By Alan Scherstuhl
By Stephanie Zacharek
By Carolina Del Busto
By Amy Nicholson
By Simon Abrams
By Kevin Dilmore
By New Times
By Amy Nicholson
As it stands now, the "movie" barely exists anyway: This is as low as high concept goes, as it deals with gun-toting gangsters and put-upon hit men chasing two buffoons who've somehow managed to slip a kangaroo someone else's $50,000 by dolling it up in one fellow's lucky jacket. (Just having to synopsize Kangaroo Jack is enough to force one to reconsider jumping into a more useful profession, like pornographer or experimental dancer-cum-performance artist; having to put more thought into reviewing a movie than those who made the damned thing gets just a little dispiriting after a while.) If nothing else, the premise alone will be a thing studied in universities and think tanks for years to come, alongside the likes of License to Drive, Carrot Top's Chairman of the Board and the collected works of Yahoo Serious, as Things That Shouldn't Be But Are.
That Kangaroo Jack, which sounds vaguely like the title of some Aussie porn I sort of recall renting several years ago after a case of Foster's, is ostensibly aimed at kids is even more unnerving, And if it isn't intended for the prepubes, then try to explain the dozens of youngsters trolling around the cineplex during a recent Saturday-morning preview screening. (If nothing else, you could hardly get irritated at the screaming and crying; twice I found myself using pages from a notepad to wipe away streaming tears of regret and self-loathing.) Its PG rating does little to drown out the sound of automatic weapons getting workouts from disowned Sopranos cutouts with spastic trigger fingers. But then, there is no such thing as a "Jerry Bruckheimer movie for kids" (a more outrageous and unbelievable phrase no one could ever type – even Remember the Titans wasn't billed as such). He was already making movies, Bad Company and Coyote Ugly among more recent examples, at a fifth-grade level to begin with.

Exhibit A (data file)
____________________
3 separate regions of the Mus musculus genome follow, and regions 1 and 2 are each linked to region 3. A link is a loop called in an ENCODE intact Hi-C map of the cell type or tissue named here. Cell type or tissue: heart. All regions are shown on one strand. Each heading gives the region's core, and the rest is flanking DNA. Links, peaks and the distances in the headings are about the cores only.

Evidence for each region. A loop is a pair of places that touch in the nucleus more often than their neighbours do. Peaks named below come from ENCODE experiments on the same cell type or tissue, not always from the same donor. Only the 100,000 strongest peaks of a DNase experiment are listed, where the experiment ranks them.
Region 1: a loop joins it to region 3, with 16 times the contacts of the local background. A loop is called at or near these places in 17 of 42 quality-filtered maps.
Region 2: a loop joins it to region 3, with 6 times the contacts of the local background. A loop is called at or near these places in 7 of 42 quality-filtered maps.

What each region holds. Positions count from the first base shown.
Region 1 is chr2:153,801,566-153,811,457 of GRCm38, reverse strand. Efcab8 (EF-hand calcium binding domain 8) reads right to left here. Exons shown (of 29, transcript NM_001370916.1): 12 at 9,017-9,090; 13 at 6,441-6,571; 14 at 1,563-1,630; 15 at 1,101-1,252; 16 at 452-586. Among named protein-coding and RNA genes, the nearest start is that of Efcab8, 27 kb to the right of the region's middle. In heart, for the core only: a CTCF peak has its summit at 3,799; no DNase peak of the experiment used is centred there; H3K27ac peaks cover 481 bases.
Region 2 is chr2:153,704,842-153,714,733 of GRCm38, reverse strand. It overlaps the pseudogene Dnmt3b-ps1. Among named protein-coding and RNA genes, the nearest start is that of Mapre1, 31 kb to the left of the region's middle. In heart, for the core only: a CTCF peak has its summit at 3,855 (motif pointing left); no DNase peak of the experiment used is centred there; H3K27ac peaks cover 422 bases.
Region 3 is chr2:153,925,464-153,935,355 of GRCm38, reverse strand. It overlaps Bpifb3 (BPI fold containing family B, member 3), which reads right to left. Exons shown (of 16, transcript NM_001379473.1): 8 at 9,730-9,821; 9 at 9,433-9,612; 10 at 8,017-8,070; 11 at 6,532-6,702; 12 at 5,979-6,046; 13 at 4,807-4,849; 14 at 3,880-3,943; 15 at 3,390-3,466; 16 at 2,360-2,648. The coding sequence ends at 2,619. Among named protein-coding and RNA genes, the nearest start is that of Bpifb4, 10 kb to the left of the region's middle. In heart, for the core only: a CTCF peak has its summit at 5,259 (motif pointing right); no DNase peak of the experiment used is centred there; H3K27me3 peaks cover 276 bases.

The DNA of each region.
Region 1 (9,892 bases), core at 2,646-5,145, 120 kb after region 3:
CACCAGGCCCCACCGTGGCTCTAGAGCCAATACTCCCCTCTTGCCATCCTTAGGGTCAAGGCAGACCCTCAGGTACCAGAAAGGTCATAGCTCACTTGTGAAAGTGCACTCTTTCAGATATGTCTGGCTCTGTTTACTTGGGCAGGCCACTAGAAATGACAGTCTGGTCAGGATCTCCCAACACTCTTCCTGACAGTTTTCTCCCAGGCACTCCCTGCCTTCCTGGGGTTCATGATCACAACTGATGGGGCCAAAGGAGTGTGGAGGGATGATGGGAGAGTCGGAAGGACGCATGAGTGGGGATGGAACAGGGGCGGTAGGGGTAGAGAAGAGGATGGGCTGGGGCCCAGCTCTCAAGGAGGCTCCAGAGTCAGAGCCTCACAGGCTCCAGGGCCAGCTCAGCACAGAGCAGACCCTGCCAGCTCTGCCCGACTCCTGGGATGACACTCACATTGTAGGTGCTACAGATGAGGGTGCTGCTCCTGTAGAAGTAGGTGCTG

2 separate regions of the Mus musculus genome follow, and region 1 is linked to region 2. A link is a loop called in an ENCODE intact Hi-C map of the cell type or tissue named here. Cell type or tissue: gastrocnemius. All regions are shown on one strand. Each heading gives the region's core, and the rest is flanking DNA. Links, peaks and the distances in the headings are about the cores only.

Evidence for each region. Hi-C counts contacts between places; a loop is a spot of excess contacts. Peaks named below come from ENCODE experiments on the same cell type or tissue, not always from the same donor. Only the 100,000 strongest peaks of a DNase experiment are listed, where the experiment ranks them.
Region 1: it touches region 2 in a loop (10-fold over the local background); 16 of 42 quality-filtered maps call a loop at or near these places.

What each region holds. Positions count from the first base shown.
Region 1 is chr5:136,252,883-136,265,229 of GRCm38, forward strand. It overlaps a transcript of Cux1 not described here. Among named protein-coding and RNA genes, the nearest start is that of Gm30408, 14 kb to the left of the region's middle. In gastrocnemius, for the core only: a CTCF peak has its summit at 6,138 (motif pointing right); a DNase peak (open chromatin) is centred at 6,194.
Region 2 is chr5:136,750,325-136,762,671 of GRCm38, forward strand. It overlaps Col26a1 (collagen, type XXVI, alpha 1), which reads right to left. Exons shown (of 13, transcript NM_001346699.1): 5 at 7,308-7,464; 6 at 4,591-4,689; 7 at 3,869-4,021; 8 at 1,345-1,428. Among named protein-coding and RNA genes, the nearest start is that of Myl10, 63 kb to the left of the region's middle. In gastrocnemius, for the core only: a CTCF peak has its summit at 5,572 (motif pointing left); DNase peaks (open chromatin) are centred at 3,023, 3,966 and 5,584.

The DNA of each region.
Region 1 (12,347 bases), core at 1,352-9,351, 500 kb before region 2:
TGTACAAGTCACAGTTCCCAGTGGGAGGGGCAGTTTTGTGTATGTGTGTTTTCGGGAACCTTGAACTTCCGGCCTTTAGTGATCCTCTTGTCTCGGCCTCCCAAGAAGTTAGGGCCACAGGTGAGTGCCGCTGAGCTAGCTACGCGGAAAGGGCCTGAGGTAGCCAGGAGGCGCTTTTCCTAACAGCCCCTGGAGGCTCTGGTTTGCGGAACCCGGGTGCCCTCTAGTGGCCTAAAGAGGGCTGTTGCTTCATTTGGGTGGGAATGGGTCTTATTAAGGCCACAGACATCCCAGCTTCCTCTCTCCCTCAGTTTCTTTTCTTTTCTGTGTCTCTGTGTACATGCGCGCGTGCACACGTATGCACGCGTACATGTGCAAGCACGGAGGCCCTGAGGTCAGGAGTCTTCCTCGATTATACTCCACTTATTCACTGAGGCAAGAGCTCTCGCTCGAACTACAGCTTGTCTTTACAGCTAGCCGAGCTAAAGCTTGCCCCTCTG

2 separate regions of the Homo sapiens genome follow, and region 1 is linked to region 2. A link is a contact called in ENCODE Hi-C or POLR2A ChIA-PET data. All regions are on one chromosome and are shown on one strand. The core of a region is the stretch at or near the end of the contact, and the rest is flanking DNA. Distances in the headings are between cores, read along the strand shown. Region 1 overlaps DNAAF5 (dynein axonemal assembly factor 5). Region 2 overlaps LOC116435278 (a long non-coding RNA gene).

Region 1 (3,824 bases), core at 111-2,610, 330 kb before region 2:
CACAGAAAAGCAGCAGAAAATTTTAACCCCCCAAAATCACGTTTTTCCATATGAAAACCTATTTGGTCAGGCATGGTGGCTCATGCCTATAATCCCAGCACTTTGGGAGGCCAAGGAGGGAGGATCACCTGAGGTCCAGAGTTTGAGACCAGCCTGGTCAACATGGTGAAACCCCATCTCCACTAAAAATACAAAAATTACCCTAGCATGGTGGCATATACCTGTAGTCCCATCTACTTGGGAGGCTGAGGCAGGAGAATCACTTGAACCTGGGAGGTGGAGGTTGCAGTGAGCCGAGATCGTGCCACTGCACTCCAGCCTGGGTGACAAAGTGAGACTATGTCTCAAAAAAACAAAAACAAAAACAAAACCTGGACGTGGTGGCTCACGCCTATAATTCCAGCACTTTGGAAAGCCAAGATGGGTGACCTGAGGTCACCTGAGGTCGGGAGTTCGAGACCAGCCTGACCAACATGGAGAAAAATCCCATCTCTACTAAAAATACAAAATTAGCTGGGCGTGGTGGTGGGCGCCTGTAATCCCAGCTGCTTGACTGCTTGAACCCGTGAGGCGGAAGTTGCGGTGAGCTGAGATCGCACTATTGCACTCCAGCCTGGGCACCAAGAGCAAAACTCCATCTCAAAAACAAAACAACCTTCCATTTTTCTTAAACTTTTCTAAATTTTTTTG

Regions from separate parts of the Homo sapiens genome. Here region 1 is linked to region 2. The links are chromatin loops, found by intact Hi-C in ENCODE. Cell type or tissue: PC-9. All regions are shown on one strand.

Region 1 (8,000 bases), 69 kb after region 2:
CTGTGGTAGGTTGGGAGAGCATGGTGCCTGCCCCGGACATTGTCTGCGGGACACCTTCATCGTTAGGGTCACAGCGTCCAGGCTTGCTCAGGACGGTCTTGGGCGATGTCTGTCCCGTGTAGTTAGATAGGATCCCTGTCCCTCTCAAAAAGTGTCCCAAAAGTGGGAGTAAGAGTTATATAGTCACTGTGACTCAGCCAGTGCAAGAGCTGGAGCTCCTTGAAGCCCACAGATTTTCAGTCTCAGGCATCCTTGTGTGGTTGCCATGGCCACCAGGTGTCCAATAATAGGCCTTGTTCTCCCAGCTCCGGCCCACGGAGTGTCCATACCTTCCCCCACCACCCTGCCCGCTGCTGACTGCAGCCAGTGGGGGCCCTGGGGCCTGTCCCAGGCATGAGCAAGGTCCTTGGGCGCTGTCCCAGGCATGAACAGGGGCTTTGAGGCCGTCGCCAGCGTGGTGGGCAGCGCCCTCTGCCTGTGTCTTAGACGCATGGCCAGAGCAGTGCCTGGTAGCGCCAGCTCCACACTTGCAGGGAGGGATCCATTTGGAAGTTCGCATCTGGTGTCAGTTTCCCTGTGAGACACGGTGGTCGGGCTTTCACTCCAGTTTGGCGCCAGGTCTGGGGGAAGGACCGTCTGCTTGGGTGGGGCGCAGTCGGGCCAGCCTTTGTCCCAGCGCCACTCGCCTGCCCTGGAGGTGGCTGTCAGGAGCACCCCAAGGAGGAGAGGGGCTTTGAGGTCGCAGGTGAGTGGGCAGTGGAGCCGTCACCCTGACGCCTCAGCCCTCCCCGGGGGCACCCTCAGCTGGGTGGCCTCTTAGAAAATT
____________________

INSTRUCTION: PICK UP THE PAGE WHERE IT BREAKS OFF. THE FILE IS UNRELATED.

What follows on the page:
Granted, Kangaroo Jack's violence bears no real consequences; no one is killed or even wounded, though if no one was harmed in the making of the picture, surely someone might be during the watching of it. It certainly equals the brutality found in most kiddy console games, and the curse words have been tamed and dulled, to the point of a few "friggins" and "hecks"; the kids' parents will utter far worse when forced to sit through this acting-class field trip to the Outback. Though, to be completely fair, I stopped paying real attention halfway through, when supermodel Estella Warren showed up as some kind of wildlife expert who spoke with the authority of someone who never even owned a cat. Or ever actually spoke, for that matter. It speaks ill of any movie when a CG 'roo possesses more human-like qualities than any actor in the proceedings.
Jerry O'Connell (the fat kid from Stand by Me who turned into a hunk . . . of wood) plays Charlie Carbone, adopted son of gangster Christopher Walken (acting like someone who half expects his paycheck to bounce). His is allegedly a close friendship with Louis (Anthony Anderson), who saved Charlie from drowning when they were kids, but they possess the chemistry of total strangers who didn't actually meet until the wrap party. Doubtful you're supposed to cheer for Louis' demise when he's hanging by his fingernails from a cliff, but, hey, he does have it coming. And you have to wonder if Walken's scripts are chosen at random by a dyslexic chimp; sometimes he jabs a finger on a Catch Me If You Can, sometimes he throws his poo on Kangaroo Jack.
Perhaps Kangaroo Jack serves best as proof that anyone can make it in the movie business: It was directed by David McNally (who shuffled across the bar of Coyote Ugly, then fell into a puddle of stale beer and puke) and written by Steve Bing (biggest credit to date: the Chuck Norris sequel Missing in Action 2: The Beginning) and Scott Rosenberg (who's cranked out such Bruckheimer spectacles as Con Air and Gone in 60 Seconds), and if men with credits like these can continue to draw paychecks from major studios, then there's hope for the 5-year-old who just got that 99-buck Prime Entertainment Digital Movie Creator video cam for Christmas. Better get the kids rolling – there's always January 2004 to fill.
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